AMERICAN TRUST CO. v. GREUNER.
Plaintiff brought this action against defendant as special administrator upon a rejected claim. The trial court entered judgment directing that the claim be paid in due course of administration and, from said judgment, defendant appeals.
The amended complaint was filed in December, 1934. It appears therefrom that plaintiff had obtained a judgment against deceased in 1933; that after the death of the deceased plaintiff had duly presented its claim, based upon said judgment, to defendant as special administrator; and that defendant had rejected said claim. The answer of defendant, filed in February, 1935, contained certain denials and presented the special defense that an appeal had been duly taken from said judgment; that said appeal was still pending; and that the judgment was not a final judgment. After the filing of the answer and in April, 1935, the parties entered into a written stipulation providing “that the trial of the above entitled cause may remain in abeyance until there has been a decision rendered by the Appellate Court in the matter of the appeal from the judgment upon which the above entitled action is based.” The decision was rendered affirming the judgment on April 17, 1936 (American Trust Co. v. Greuner, 13 CAl.App.2d 279, 56 P.2d 967), and the remittitur was filed on July 3, 1936. The present action was tried on November 2, 1936. The entire proceedings on the trial, exclusive of the copies of the exhibits, are transcribed on less than four pages of the typewritten transcript. The record on the probate proceedings and the record of the former action were introduced in evidence together with testimony to the effect that no part of the judgment had been paid. Defendant made no objection of any kind, did not cross–examine plaintiff's witness, and did not offer any evidence. Defendant waived findings and judgment was entered in favor of plaintiff as above indicated.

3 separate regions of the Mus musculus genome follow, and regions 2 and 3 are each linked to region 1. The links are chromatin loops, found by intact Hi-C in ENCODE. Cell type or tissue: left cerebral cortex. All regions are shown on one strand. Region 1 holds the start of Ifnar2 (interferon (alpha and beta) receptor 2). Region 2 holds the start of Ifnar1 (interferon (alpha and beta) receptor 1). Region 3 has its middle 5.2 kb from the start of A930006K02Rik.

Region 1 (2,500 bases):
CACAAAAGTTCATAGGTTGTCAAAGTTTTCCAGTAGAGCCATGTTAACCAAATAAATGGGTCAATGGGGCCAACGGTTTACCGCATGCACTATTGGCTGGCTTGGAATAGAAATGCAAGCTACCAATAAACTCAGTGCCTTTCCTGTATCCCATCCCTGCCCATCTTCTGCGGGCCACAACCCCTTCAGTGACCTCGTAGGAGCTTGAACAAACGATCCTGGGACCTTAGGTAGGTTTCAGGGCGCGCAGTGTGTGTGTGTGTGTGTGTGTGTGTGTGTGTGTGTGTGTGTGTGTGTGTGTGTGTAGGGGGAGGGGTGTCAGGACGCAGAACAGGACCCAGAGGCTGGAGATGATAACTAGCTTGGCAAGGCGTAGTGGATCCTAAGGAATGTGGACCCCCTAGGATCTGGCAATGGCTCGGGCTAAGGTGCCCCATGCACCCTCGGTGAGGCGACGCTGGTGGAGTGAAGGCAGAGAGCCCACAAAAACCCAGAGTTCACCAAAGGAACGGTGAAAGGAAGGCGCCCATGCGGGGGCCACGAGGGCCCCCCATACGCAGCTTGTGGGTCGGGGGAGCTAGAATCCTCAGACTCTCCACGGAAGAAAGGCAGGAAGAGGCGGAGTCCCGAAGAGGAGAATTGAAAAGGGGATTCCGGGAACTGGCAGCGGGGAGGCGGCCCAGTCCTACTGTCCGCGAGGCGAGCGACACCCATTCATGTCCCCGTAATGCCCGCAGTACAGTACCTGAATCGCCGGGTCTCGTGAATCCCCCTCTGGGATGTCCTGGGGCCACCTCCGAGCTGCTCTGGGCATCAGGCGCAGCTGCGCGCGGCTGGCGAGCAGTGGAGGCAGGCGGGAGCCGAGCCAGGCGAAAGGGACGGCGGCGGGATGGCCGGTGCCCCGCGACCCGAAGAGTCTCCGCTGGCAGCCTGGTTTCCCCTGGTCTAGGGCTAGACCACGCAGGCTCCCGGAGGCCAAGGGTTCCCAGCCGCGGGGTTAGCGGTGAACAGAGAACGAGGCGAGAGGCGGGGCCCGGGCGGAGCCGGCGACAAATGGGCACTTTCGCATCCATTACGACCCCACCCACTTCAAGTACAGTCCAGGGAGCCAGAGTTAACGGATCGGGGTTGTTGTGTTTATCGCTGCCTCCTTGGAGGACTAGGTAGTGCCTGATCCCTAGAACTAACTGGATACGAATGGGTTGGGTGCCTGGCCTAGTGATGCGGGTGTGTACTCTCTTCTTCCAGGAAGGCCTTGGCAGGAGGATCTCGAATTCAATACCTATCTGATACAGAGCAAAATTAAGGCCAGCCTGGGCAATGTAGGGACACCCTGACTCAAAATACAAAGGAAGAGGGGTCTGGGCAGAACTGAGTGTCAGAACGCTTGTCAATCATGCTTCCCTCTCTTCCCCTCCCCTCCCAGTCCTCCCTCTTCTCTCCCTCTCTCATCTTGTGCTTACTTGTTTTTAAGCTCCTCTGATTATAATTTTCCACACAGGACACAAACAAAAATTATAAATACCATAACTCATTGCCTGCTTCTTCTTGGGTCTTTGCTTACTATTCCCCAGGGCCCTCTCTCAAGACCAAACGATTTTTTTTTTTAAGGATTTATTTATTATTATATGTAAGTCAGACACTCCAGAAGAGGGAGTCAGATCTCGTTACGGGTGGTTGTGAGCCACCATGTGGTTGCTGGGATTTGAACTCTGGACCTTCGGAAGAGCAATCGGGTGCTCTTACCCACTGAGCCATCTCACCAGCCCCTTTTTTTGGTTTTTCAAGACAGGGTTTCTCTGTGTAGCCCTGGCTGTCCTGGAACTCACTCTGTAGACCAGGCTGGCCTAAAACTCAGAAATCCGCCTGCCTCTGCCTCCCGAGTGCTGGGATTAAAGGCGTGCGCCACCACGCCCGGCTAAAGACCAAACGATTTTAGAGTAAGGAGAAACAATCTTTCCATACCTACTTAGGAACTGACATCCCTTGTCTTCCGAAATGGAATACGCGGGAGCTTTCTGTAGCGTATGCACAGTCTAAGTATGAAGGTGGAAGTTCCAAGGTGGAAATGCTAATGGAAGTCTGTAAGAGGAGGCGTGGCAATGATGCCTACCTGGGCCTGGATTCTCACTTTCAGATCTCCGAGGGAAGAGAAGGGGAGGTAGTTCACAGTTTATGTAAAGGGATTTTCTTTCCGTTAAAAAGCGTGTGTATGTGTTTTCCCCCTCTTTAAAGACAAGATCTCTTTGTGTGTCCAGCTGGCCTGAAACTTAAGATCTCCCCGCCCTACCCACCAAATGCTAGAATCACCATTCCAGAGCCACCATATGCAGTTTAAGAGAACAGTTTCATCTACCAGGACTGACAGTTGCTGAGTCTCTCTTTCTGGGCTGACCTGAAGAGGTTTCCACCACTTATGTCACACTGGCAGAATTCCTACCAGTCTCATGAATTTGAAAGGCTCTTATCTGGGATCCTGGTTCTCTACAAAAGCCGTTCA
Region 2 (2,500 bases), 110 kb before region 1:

Appellant's demand for a reversal is based solely upon the contention that the judgment in the first action, upon which the claim against the estate was based, was not a final judgment at the time this action was commenced and that therefore this action was prematurely brought. We believe there are several answers to this contention, but it is sufficient to state that in our opinion appellant waived the right to raise this question by entering into the written stipulation above set forth. If appellant desired to urge the special defense that the action was prematurely brought because the judgment was not final when the action was commenced, there was no purpose in stipulating for the delay of the trial until the judgment had become final. The stipulation for allowing the trial of the cause to “remain in abeyance” in the meantime must be construed as an implied agreement for the waiver of the alleged special defense that the action had been prematurely brought. It is apparent from a reading of the proceedings on the trial that the parties themselves construed the stipulation as having that effect.
The judgment is affirmed.
We concur: NOURSE, P. J.; STURTEVANT, J.